Sunday, August 20, 2006


Liebermania is a good name for all the political writing on the topic of Joe Lieberman. If you have followed this new subfield of politics, you know that Joe Lieberman decided to have two tries to be the Senator from Connecticut by first running in the Democratic primary and then by running as an independent when he lost that race. The next stage is for the Republicans to refuse to support their own candidate and to support Joe Lieberman instead. And the next stage after that might be Joe turning Republican in name as well as in deed. Except that a Republican cannot be elected in Connecticut, so he'd have to be a pretend-Democrat until he gets elected. Then he can hand in his membership in the party and become an honest right-winger.

Isn't it all so clever and intricate and fun for policy wonks? Doesn't the whole Liebermania reveal fascinating aspects of American politics? How about this one:

SSen. Mark Pryor (D-AR) is vice-chairman of the Democratic Senatorial Campaign Committee - the committee whose official mission is "to elect more Democrats to the United States Senate." Yet, Pryor says he's supporting GOP-endorsed candidate Joe Lieberman (CT) against Democratic nominee Ned Lamont. He's supporting Lieberman at the very same time he acknowledges that Lieberman's continued parroting of RNC talking points is unacceptable. Pryor's public rationale? "Don't ask me to be consistent," he told a group in Arkansas. Right, I forgot - no one should ask Democratic U.S. Senators to be consistent...what were we thinking?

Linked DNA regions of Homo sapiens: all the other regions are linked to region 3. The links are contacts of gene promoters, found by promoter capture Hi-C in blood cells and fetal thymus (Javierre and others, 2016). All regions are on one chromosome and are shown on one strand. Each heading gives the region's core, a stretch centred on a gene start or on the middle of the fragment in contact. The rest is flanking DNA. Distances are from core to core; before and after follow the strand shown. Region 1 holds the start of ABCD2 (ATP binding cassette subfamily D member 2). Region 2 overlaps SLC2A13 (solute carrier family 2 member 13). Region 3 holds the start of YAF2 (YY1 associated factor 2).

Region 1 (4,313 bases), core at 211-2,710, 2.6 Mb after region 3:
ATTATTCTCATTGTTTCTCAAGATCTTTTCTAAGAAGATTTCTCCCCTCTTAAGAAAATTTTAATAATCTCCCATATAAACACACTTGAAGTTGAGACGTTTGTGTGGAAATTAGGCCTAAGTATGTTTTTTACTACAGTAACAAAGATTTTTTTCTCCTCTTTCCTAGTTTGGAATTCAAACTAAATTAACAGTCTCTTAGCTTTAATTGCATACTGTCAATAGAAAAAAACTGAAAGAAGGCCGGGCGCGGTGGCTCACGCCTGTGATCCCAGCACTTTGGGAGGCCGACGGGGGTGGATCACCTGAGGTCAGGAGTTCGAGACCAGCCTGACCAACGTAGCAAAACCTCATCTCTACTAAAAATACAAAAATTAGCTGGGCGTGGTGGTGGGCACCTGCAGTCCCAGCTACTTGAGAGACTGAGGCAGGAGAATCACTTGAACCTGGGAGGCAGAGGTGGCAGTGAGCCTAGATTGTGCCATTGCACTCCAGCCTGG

Something to marvel about, indeed. First Lieberman takes a dump on his party in Connecticut, then both the Republicans and the Democratic insiders tell they love Lieberman! What fun:

Why the Democratic Leadership in the Senate isn't vigorously campaigning for Lamont and shunning Lieberman is a suicidal act in which collegial clubbiness outweighs the interests of the Democratic Party. It is also a slap in the face of democracy, since Lamont beat Lieberman in a primary based on winning the popular vote.

Lieberman excels in sanctimony and self-righteousness, but he will have no qualms whatsoever about saying "Sayonara" to the sucker Democratic senators who continue to publicly or tacitly support him.

Everybody wants to be Joe's best friend forever. This is because if he really gets elected as an independent he has the weapons to hurt his ex-friends in the Democratic party, and also the power to vote with his real friends, the wingnuts. The one group nobody fears at all is the voters in Connecticut, and that's why it's perfectly acceptable to treat them as silly pawns in this game of the insiders.

I had a plan for this post, which included addressing the ethical aspects of Joe's behavior (despicable), then the game aspects (clever) and so on, but I'm too fed up with it all. Just let me finish by pointing out that everything the lefty bloggers said about Lieberman has turned out to be the absolute truth.